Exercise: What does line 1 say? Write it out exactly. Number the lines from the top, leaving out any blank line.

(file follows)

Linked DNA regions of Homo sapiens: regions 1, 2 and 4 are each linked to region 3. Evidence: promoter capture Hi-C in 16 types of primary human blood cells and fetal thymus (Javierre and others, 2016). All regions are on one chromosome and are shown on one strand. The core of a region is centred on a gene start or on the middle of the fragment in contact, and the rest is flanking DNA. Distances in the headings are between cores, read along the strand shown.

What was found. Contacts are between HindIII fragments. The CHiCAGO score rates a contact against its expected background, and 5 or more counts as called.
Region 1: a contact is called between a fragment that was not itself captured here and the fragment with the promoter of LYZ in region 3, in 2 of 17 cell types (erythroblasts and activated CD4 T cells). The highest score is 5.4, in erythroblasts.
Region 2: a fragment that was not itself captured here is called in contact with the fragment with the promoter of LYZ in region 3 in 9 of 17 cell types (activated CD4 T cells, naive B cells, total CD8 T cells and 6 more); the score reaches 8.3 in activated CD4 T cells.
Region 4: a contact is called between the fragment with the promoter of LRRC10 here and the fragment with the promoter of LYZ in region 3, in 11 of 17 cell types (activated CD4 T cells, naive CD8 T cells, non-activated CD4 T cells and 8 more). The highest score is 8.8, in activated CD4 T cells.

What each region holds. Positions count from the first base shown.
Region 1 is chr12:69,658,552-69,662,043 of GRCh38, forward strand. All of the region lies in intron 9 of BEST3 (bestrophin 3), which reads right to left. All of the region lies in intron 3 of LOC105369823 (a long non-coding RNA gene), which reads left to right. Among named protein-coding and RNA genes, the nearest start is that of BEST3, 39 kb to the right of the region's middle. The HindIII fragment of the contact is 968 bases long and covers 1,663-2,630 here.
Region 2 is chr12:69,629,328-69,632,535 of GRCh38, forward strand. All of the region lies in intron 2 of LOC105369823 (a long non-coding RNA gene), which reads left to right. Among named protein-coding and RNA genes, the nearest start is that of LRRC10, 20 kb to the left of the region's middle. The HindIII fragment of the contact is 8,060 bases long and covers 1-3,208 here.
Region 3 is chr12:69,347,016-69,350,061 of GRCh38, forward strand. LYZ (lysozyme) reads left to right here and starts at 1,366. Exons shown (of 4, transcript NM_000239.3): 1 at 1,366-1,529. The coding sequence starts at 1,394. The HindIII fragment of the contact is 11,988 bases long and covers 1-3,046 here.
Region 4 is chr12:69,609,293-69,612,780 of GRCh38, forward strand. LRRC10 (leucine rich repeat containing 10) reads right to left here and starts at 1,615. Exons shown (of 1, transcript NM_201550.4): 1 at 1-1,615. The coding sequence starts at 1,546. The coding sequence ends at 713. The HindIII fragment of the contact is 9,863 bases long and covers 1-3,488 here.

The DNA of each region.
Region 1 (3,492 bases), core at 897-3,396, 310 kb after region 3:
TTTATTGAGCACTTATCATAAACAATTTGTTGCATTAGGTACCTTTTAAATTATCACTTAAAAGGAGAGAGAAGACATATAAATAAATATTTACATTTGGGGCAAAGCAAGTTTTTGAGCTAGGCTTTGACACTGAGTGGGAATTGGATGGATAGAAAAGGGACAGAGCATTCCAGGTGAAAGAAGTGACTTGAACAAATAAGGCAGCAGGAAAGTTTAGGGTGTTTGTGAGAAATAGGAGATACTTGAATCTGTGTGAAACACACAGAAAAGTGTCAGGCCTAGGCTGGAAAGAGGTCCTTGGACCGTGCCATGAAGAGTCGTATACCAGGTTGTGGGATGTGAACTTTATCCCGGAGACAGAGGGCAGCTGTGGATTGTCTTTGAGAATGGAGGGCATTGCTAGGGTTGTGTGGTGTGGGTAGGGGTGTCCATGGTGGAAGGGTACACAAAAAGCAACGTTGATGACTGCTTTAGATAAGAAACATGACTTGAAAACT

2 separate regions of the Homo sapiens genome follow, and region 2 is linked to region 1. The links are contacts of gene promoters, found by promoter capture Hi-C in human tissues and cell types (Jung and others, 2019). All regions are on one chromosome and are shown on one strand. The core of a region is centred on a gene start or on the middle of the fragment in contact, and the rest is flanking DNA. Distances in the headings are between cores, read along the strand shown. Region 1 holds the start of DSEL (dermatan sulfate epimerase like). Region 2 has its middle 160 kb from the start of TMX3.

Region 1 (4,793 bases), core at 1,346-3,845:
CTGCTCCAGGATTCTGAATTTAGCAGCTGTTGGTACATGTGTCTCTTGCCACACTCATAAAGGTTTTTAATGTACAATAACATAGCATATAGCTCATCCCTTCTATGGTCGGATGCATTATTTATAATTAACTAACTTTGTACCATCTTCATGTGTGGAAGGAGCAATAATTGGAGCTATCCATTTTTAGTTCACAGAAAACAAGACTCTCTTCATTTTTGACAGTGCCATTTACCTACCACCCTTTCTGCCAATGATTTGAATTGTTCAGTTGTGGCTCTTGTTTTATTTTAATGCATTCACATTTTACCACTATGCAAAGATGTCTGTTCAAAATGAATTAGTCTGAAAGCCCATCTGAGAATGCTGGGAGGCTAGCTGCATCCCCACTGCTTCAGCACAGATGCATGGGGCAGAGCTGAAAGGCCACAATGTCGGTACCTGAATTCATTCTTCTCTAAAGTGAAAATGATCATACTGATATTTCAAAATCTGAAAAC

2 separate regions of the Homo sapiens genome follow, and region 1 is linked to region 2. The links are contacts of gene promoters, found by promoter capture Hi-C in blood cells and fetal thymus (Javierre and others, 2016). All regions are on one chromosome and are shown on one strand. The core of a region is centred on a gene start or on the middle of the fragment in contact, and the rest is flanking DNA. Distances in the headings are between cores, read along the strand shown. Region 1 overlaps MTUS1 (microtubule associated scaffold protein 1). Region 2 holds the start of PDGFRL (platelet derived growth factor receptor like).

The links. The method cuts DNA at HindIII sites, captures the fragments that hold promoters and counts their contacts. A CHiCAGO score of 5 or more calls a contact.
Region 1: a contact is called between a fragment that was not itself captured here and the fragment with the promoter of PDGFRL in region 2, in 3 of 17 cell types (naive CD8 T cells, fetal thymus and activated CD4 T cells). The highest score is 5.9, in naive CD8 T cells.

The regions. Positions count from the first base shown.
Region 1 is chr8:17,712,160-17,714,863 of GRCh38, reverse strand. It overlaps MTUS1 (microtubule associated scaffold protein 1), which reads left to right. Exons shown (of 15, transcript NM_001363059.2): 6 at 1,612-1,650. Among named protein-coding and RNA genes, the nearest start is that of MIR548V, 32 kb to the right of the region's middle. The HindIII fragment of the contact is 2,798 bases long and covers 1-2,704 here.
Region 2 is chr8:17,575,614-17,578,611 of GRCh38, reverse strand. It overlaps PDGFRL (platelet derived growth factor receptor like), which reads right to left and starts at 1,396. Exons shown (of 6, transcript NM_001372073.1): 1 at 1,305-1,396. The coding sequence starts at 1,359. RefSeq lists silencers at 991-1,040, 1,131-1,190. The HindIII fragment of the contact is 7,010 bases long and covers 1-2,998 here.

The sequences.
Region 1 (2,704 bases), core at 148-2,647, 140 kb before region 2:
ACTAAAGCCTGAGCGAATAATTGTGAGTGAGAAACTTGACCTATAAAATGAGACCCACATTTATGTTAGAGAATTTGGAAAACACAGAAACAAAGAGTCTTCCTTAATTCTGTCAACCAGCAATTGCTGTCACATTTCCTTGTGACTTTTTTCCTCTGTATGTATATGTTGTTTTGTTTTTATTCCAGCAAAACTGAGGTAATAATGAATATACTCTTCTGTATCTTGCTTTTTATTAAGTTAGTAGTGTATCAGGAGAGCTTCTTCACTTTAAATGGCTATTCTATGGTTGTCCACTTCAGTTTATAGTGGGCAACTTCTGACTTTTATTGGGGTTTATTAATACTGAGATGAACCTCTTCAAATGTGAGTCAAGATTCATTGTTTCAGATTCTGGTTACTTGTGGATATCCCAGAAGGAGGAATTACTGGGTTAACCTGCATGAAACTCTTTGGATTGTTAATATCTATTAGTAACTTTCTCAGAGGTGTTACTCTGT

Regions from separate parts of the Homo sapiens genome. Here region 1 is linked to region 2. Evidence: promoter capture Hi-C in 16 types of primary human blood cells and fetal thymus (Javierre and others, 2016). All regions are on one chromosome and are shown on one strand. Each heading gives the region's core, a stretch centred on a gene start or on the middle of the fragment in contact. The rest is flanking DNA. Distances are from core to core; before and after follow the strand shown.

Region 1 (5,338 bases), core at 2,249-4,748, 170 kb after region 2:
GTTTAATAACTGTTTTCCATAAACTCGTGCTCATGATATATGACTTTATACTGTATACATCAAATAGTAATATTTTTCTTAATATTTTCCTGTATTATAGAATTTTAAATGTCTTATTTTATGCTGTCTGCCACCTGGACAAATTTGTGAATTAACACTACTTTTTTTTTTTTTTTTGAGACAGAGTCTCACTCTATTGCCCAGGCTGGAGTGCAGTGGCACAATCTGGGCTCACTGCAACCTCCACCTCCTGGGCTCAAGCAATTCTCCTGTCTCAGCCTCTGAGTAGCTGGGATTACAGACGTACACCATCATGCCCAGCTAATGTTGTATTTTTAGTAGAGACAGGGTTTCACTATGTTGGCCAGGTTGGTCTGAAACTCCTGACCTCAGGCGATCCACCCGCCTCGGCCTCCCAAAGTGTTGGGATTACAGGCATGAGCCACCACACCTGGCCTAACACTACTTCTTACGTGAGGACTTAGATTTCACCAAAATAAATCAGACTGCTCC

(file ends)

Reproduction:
Linked DNA regions of Homo sapiens: regions 1, 2 and 4 are each linked to region 3. Evidence: promoter capture Hi-C in 16 types of primary human blood cells and fetal thymus (Javierre and others, 2016). All regions are on one chromosome and are shown on one strand. The core of a region is centred on a gene start or on the middle of the fragment in contact, and the rest is flanking DNA. Distances in the headings are between cores, read along the strand shown.